Following the second world war, the behaviour of guards in Nazi concentration camps became the subject of study, with some researchers seeing them as willing, ideologically driven executioners, others as mindlessly obeying orders. The debate was reignited in the mid-1990s in the wake of the Rwandan genocide and the Srebrenica massacre in Bosnia. In 1996, The Lancet carried an editorial pointing out that no one was addressing evil from a biological point of view. Neurosurgeon Itzhak Fried, at the University of California, Los Angeles, decided to rise to the challenge.

In a paper published in 1997, he argued that the transformation of non-violent individuals into repetitive killers is characterised by a set of symptoms that suggests a common condition, which he called Syndrome E (see “Seven symptoms of evil“). He suggested that this is the result of “cognitive fracture”, which occurs when a higher brain region, the prefrontal cortex (PFC) – involved in rational thought and decision-making – stops paying attention to signals from more primitive brain regions and goes into overdrive.

“The set of brain changes has been dubbed Syndrome E – with E standing for evil”

The idea captured people’s imaginations, says Fried, because it suggested that you could start to define and describe this basic flaw in the human condition. “Just as a constellation of symptoms such as fever and a cough may signify pneumonia, defining the constellation of symptoms that signify this syndrome may mean that you could recognise it in the early stages.” But it was a theory in search of evidence. Neuroscience has come a long way since then, so Fried organised a conference in Paris earlier this year to revisit the concept.

At the most fundamental level, understanding why people kill is about understanding decision-making, and neuroscientists at the conference homed in on this. Fried’s theory starts with the assumption that people normally have a natural aversion to harming others. If he is correct, the higher brain overrides this instinct in people with Syndrome E. How might that occur?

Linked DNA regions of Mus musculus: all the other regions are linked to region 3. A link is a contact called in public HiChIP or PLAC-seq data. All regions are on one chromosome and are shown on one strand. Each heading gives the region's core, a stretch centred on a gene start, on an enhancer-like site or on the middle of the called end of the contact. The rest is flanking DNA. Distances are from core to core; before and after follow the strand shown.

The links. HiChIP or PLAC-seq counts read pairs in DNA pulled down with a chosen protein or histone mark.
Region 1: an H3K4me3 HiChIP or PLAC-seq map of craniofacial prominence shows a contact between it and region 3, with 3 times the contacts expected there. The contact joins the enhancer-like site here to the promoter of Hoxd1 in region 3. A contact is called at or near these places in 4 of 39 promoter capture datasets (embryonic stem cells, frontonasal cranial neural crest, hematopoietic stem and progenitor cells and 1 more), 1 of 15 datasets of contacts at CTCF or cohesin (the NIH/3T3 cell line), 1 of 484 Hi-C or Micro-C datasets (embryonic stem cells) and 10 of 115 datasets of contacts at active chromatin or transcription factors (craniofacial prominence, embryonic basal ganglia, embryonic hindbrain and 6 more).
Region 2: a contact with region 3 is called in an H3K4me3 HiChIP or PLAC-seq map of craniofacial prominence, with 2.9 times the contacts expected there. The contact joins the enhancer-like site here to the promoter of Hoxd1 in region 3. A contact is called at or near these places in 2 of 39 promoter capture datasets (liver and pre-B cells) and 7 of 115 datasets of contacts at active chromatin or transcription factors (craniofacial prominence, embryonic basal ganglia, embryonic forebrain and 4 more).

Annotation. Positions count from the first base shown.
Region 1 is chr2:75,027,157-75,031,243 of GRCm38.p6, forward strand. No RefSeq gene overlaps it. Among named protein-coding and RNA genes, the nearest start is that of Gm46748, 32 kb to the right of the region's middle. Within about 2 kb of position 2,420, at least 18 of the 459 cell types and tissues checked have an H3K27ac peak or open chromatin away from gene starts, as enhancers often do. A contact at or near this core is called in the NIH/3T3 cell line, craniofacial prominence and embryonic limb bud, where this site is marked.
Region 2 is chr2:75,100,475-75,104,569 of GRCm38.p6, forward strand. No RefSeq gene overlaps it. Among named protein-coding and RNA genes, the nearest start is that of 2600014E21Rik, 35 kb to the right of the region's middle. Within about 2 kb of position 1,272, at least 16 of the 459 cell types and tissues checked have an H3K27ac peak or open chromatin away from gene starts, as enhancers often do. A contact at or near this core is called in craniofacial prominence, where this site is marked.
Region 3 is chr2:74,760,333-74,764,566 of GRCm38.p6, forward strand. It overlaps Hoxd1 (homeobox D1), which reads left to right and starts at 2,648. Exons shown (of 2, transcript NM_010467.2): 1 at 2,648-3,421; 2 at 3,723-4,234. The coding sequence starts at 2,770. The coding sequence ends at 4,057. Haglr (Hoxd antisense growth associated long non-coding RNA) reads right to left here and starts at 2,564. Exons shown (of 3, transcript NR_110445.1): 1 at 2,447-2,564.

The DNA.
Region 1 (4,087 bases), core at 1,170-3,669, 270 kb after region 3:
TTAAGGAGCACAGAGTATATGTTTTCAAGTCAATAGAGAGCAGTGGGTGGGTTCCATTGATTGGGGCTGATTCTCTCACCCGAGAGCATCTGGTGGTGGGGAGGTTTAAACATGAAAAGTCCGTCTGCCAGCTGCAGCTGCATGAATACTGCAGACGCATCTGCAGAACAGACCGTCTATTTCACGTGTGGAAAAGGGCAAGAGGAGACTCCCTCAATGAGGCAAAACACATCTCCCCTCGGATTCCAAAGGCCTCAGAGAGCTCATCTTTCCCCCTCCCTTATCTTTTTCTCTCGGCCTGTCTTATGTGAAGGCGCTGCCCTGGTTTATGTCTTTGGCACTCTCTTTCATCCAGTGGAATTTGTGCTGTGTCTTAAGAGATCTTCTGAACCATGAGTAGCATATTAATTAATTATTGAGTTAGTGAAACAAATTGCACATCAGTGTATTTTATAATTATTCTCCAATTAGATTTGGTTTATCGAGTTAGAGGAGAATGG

Trump Reveals Plan to Defeat ISIS

In a new radio ad, Donald Trump outlines his plan to defeat ISIS:

    "The tragic attacks in Paris prove once again that America needs to get tough on radical Islamic terrorism. President Obama and other politicans have consistantly failed us. Just hours before the attacks in Paris, President Obama said ISIS had been contained. It is amazing that the United States could have a president who is so out of touch. It is also dangerous.

Obama has no strategy to defeat ISIS and now he is preparing to let hundreds of thousands of refugees from Syria into the United States. I will stop illegal immigration. We will build a wall on the southern border, and yes, I will also quickly and decisively bomb the hell out of ISIS.

We'll make the military so strong, no one and I mean no one, will mess with us. If I win, we will not have to listen to the politicans who are losing the war on terrorism, we will make America safe, and we will make America great again.

Unlike President Obama, Trump makes no bones about calling the problem- radical Islam- out by name. It's this plain spoken certitude that has made him the favorite of GOP voters.